Cocaine is derived from the coca plant, indigenous to South America. As a stimulant, cocaine causes users to feel hyper, talkative, and euphoric. It is most often inhaled through the nose, rubbed into the gums, or diluted in water and injected.
The NSDUH (National Survey on Drug Use and Health) found that about 1.9 million people in the U.S. used cocaine in 2008. 1.4 million of those users met the criteria for addiction or abuse. About 359,000 of those used crack, a rock crystal form of cocaine.
Cocaine increases energy and alertness and creates an elevated mood and sense of supremacy. This can also lead to paranoia, irritability, and general anxiety and restlessness. Physically, cocaine can cause the following.
Note that these effects wear off after 30 minutes to two hours. Smoking or injecting cocaine causes faster highs that last a shorter amount of time.
As an addictive substance, cocaine can cause highly reckless behavior, forcing you to act or behave in violently uncharacteristic ways. This can range from making bad personal choices to hurting loved ones.
Common diseases associated with cocaine abuse include:
Addiction is a chemical dependence, not a personal choice. Cocaine acts directly on the levels of dopamine in your brain, a chemical involved in reward, motivation, and pleasure. Using cocaine causes a rush of dopamine, and thus a rush of good feelings. After time, using cocaine becomes the only means of creating those feel-good chemicals.
Medication is an invaluable tool to addiction recovery. Medicine may help ease withdrawals or make a drug seem unpalatable. Some medications can help rebalance the chemicals in your body. Others can be used as a substitute for the drug without the negative side effects. Some medications used for recovering from cocaine abuse or addiction include:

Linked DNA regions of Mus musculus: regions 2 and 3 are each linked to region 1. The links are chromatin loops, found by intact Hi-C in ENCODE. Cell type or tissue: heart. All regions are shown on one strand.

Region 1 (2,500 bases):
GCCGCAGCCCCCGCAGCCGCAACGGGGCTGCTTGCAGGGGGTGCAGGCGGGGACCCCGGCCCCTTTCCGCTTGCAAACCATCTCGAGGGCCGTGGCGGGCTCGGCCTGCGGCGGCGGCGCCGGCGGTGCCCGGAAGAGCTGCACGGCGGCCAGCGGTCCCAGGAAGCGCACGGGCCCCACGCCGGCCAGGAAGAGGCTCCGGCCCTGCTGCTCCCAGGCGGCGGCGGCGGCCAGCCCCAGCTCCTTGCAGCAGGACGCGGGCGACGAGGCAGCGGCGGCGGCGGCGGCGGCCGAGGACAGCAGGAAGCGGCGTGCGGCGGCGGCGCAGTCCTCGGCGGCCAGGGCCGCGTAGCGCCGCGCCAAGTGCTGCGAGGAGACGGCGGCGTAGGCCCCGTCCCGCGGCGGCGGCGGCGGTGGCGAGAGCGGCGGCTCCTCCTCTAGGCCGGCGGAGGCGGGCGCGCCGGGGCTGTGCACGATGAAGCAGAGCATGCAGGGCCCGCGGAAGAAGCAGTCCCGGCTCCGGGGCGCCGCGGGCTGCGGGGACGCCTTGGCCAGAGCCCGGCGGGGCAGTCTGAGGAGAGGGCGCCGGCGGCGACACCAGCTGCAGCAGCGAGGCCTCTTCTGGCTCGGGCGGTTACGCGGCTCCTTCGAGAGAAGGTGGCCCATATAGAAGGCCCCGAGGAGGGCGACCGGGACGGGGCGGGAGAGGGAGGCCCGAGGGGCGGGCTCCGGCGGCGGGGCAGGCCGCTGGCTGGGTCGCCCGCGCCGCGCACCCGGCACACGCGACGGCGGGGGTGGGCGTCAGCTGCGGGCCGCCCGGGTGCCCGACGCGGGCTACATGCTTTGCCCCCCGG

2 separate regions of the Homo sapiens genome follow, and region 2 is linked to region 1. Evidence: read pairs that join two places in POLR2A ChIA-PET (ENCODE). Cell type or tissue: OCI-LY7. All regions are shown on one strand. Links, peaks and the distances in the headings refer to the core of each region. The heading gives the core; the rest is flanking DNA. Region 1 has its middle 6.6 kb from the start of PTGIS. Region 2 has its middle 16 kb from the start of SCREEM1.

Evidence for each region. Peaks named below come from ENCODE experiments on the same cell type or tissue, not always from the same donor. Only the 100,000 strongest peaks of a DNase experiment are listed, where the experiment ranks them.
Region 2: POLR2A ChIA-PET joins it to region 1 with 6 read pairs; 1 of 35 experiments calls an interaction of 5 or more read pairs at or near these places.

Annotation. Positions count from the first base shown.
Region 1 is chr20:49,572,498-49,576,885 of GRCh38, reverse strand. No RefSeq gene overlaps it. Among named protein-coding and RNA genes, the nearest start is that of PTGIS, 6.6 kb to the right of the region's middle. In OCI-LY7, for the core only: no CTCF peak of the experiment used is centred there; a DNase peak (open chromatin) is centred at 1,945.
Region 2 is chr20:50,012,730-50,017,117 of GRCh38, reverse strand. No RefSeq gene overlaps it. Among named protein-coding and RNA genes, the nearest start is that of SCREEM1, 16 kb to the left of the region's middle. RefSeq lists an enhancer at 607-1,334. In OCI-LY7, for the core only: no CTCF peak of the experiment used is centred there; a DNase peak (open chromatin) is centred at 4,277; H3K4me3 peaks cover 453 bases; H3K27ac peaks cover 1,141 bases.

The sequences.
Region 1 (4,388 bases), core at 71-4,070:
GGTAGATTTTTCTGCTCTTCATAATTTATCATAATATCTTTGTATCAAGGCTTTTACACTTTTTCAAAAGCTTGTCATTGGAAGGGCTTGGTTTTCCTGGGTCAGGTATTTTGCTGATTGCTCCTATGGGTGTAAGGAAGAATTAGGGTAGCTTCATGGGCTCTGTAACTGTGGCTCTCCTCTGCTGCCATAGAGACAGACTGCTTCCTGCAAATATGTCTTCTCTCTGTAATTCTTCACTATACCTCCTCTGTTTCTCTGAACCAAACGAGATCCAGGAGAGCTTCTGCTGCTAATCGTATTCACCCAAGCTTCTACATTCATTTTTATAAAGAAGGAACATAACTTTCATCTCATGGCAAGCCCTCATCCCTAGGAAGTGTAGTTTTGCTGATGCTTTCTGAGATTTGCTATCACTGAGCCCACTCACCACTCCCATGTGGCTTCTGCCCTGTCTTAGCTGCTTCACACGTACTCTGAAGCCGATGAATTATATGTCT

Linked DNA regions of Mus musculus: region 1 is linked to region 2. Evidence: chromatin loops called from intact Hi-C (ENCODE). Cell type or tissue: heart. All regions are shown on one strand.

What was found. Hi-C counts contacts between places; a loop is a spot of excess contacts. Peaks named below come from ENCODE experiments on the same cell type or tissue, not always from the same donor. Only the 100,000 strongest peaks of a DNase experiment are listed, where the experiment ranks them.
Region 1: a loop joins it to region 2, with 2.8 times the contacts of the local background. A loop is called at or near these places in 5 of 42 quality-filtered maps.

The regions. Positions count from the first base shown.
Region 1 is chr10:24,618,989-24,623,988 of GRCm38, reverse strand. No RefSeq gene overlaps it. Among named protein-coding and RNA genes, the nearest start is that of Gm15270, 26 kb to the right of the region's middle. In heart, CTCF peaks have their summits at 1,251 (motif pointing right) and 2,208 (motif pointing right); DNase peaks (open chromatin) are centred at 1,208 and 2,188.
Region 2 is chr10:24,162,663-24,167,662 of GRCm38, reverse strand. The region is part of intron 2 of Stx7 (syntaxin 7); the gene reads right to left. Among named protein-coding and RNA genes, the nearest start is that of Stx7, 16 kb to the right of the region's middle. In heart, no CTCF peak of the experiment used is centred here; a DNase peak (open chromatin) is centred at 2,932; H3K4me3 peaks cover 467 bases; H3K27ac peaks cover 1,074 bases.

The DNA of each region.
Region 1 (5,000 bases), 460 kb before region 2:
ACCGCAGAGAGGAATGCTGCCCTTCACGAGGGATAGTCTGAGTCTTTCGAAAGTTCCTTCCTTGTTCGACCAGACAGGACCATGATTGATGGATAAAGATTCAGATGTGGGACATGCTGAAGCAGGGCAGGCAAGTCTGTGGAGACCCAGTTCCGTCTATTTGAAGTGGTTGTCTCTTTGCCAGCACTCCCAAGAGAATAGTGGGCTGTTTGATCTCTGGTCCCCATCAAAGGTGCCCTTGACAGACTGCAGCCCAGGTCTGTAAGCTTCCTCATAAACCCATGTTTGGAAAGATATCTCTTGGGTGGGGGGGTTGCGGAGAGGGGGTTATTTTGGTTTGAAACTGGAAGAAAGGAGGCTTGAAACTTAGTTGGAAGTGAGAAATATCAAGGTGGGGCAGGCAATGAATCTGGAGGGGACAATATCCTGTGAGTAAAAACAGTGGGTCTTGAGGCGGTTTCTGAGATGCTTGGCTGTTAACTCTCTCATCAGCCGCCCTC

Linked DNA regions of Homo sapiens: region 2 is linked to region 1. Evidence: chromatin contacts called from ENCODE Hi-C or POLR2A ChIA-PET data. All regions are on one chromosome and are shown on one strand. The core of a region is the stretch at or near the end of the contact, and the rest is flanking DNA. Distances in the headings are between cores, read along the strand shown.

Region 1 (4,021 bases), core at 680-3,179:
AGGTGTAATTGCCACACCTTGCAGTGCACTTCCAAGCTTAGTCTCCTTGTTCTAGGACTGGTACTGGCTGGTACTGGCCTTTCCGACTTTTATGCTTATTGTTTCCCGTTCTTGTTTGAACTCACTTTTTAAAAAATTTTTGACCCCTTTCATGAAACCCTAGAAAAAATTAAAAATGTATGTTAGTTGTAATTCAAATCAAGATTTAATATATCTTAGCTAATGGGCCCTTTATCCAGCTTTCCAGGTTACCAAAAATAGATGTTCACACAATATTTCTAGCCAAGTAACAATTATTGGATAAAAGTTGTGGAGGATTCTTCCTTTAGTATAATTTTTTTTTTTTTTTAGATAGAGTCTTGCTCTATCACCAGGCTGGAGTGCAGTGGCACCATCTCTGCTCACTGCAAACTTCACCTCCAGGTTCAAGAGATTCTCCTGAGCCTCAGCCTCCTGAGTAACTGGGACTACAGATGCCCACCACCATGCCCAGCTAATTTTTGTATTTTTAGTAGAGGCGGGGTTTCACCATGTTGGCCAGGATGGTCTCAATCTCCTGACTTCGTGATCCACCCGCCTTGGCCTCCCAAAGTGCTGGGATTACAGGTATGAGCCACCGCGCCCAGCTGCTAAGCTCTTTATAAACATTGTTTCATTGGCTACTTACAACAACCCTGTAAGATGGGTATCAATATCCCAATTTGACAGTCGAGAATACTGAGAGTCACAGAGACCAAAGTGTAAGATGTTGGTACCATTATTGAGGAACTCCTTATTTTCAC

Detox is the first step to sobriety. It generally involves stopping or tapering off the use of the drug. This can be difficult when attempted alone, which is where inpatient care comes in. Through inpatient treatment, you are admitted to a facility during the entirety of the detox process.
Staying in an inpatient detox facility allows you to focus on your cocaine addiction treatment without distractions or negative influences. Inpatient care also gives you access to a counselor for motivation and emotional support. Best of all, inpatient facilities offer easy access to a trained medical staff, ensuring you get any medications you need during your treatment and providing extra peace of mind in the event of any emergencies.
Detox is a necessary step to getting clean and healthy. Most rehab programs require or even include detox. Detox works the harmful chemicals out of your system. Rehab gives you the knowledge, tools, and confidence to maintain your sobriety and stay healthy for the rest of your life. If you have questions or need to get help for cocaine addiction, contact HARP at (877) 806-5022 and take the first steps towards recovering from cocaine addiction at the premier cocaine rehabilitation center in South Florida.